Breaking out of the ‘academic bubble’

As a Public Voices fellow, Frost School of Music ethnomusicologist Melvin Butler hopes to play a bigger role in public conversations on the issues of the day. Photo by Evan Garcia/University of Miami

 

 

By Maya Bell

As a Public Voices fellow, Frost School of Music ethnomusicologist Melvin Butler hopes to play a bigger role in public conversations on the issues of the day. Photo by Evan Garcia/University of Miami

 

 

Breaking out of the ‘academic bubble’

By Maya Bell
Twenty-four University of Miami faculty will participate in a year-long fellowship aimed at increasing the impact of women and minorities in the public discourse

An ethnomusicologist who specializes in African-American and Caribbean music at the Frost School of Music, Melvin Butler has written extensively about music’s relevance to many personal, social, and political issues. Yet the associate professor is rarely called upon to publicly share his insights.

“In my case, ethnomusicology touches on race, religion, gender, class and all these areas that are in the news, that are concerns for everyday people,” the acclaimed saxophonist said. “Yet I don’t have a role in the public discourse that I’d like to have. As romantic as it sounds, I want what I publish to make the world a better place. But it gets trapped in this academic bubble.”

An archaeologist in the College of Arts and Sciences, associate professor Pamela Geller has similar feelings about sharing her expertise on what it means to be human in the midst of what she calls the “Plastics Age.”

“Unlike ceramics or stone or even metal, plastics don’t biodegrade and are shifting humans in a way that is hard to gauge because we are in the middle of it,” Geller said. “But it will have a dramatic, long-term impact on humanity and the planet, so it’s crucial to figure out a way to talk to the larger public about this really important topic.”

Both Butler and Geller are about to get some expert help sharing their own expertise. They are among the 24 thought leaders the University of Miami recently selected to participate in the Op-Ed Project’s Public Voices Fellowship, a national initiative now rolling out at top universities to dramatically increase the public impact of women and/or underrepresented minorities who usually aren’t on the go-to list for commentary or influential forums.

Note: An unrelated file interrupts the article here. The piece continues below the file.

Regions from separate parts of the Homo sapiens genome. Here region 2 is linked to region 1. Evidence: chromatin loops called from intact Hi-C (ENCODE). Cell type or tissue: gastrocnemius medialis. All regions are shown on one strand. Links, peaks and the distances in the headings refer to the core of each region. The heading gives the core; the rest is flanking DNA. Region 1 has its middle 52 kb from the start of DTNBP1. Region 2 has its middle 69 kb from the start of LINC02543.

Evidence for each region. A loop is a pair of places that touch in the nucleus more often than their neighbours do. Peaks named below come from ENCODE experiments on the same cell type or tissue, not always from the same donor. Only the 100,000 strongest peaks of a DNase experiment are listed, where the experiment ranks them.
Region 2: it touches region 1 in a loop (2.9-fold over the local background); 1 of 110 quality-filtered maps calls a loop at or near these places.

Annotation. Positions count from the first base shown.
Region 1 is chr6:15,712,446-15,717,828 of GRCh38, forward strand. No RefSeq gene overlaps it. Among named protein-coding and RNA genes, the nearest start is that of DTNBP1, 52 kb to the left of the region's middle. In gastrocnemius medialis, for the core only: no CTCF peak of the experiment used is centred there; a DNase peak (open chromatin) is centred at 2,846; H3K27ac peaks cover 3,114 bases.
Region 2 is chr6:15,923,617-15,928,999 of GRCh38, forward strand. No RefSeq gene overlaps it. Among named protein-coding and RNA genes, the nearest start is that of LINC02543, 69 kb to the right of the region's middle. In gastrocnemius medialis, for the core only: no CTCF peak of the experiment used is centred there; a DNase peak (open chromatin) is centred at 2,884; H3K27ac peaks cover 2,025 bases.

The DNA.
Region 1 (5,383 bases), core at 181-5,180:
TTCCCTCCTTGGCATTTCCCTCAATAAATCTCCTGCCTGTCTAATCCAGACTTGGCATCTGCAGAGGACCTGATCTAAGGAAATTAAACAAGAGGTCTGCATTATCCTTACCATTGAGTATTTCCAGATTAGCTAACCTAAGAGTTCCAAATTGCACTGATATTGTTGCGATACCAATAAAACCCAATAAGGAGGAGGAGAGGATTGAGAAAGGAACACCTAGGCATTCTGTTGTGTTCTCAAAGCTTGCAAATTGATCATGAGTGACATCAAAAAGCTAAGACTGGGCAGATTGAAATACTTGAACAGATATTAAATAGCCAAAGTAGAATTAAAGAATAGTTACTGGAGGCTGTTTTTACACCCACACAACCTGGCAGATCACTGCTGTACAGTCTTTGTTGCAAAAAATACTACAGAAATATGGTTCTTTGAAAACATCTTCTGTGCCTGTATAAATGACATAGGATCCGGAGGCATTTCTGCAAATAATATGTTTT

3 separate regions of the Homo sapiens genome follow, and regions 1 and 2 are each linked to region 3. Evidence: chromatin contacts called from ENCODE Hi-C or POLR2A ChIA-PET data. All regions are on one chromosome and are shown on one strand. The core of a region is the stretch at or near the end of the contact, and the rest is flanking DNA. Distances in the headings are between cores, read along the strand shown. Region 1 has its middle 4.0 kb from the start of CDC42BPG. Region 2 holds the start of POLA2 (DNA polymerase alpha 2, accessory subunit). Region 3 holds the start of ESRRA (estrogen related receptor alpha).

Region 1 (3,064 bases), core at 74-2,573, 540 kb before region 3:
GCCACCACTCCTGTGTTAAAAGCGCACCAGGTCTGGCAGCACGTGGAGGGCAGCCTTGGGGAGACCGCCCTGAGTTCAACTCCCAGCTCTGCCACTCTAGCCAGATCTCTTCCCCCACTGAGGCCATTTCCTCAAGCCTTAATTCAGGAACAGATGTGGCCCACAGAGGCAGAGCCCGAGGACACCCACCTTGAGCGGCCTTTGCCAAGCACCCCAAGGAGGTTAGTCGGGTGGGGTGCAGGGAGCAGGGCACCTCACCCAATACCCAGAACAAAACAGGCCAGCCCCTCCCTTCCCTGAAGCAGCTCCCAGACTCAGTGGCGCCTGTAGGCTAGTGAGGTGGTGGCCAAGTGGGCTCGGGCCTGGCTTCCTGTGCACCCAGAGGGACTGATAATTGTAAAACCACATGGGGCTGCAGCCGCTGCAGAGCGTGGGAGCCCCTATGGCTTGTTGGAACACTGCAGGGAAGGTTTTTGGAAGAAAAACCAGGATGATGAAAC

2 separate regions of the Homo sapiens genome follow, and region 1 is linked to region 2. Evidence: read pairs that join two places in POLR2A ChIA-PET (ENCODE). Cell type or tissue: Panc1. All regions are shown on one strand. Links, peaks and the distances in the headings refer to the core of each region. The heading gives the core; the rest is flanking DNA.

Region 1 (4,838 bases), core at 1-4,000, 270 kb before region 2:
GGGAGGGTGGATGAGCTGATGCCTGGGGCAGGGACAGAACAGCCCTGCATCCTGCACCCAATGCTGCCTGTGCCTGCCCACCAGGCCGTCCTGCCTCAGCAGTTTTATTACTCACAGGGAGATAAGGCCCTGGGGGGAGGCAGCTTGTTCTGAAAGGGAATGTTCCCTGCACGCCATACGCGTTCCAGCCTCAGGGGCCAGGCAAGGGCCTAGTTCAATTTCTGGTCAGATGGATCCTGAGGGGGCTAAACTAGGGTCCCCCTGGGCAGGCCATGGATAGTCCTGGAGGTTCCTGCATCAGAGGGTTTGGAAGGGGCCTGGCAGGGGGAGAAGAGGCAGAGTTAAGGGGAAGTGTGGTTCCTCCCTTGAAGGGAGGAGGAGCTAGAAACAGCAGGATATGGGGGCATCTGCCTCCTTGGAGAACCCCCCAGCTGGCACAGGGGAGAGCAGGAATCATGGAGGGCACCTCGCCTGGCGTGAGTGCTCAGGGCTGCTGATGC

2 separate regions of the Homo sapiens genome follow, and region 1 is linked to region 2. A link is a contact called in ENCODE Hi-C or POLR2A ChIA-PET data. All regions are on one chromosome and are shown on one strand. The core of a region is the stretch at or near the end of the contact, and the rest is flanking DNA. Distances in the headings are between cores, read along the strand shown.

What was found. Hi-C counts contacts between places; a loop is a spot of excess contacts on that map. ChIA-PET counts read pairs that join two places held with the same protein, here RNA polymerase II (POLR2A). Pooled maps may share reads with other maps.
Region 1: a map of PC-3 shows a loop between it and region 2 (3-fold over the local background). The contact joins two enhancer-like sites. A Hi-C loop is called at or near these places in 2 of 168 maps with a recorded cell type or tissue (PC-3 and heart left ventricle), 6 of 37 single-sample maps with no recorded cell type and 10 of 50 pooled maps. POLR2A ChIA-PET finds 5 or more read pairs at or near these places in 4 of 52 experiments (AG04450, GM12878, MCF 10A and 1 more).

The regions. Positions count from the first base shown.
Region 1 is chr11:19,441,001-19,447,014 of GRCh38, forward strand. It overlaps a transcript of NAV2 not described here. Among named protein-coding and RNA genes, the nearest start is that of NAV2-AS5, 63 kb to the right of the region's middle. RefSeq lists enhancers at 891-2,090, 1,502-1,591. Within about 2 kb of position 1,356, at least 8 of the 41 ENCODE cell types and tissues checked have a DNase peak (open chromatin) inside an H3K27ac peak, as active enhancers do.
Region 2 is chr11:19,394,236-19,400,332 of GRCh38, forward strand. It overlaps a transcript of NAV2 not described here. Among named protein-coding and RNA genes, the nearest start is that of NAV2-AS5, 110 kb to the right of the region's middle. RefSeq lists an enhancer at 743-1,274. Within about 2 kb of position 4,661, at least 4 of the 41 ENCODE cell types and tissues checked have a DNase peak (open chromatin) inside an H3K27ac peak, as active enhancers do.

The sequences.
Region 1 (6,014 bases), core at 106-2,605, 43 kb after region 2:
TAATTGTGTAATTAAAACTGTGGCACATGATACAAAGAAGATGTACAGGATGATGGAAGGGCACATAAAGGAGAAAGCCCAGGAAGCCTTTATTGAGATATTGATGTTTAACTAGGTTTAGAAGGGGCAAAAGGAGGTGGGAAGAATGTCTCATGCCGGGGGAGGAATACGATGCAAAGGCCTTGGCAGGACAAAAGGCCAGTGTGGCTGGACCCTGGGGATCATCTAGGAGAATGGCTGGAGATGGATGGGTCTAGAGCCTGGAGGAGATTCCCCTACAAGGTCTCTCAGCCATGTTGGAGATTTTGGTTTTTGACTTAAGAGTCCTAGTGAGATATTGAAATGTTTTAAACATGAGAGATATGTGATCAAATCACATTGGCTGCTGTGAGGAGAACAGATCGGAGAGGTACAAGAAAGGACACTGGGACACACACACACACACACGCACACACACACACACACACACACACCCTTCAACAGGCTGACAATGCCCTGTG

In bringing the fellowship to the University, Vice Provost for Research John Bixby, who first heard about the initiative at an Atlantic Coast Conference research meeting, hopes to expand the range of voices and quality of ideas that shape important contemporary conversations. He said he and many others are guilty of “a kind of intellectual laziness” that has unintentionally kept many women and minority voices out of the public discourse.

“Women and minorities may lack influence not because they don’t know things, but because the culture doesn’t permit them access to the journalists and other opinion-makers who can make them known,” Bixby said. “I think that’s true everywhere, but certainly I see it here, where many of us don’t recommend people outside of our circle of colleagues, friends, and acquaintances. We all do it. I think it’s human, but if we believe that this is something that shouldn’t be, than we have an obligation to do something about it.”

Joining Butler and Geller on the year-long fellowship, which includes four interactive, day-long seminars, one-on-one coaching with top journalists, and monthly calls with media insiders, are 20 other female and two male faculty members whose specialties range from illiteracy and palliative care to kidney disease and criminal justice.

In all, the fellows come from eight schools or colleges across the University, and are sponsored by the Office of the Vice Provost for Research, with additional support from the Sylvester Comprehensive Cancer Center and the Clinical and Translational Science Institute.

“We have so much impressive expertise at UM and this fellowship program will help make sure the rest of the world knows it,” said Associate Provost Susan Morgan, who put the fellowship together and notes that it aligns with the Roadmap to Our New Century by deepening the University’s dedication to diversity and inclusion. “This program also signals the University’s commitment to our own faculty, and we hope that this group will enhance our culture of belonging, which is a clear priority for UM.”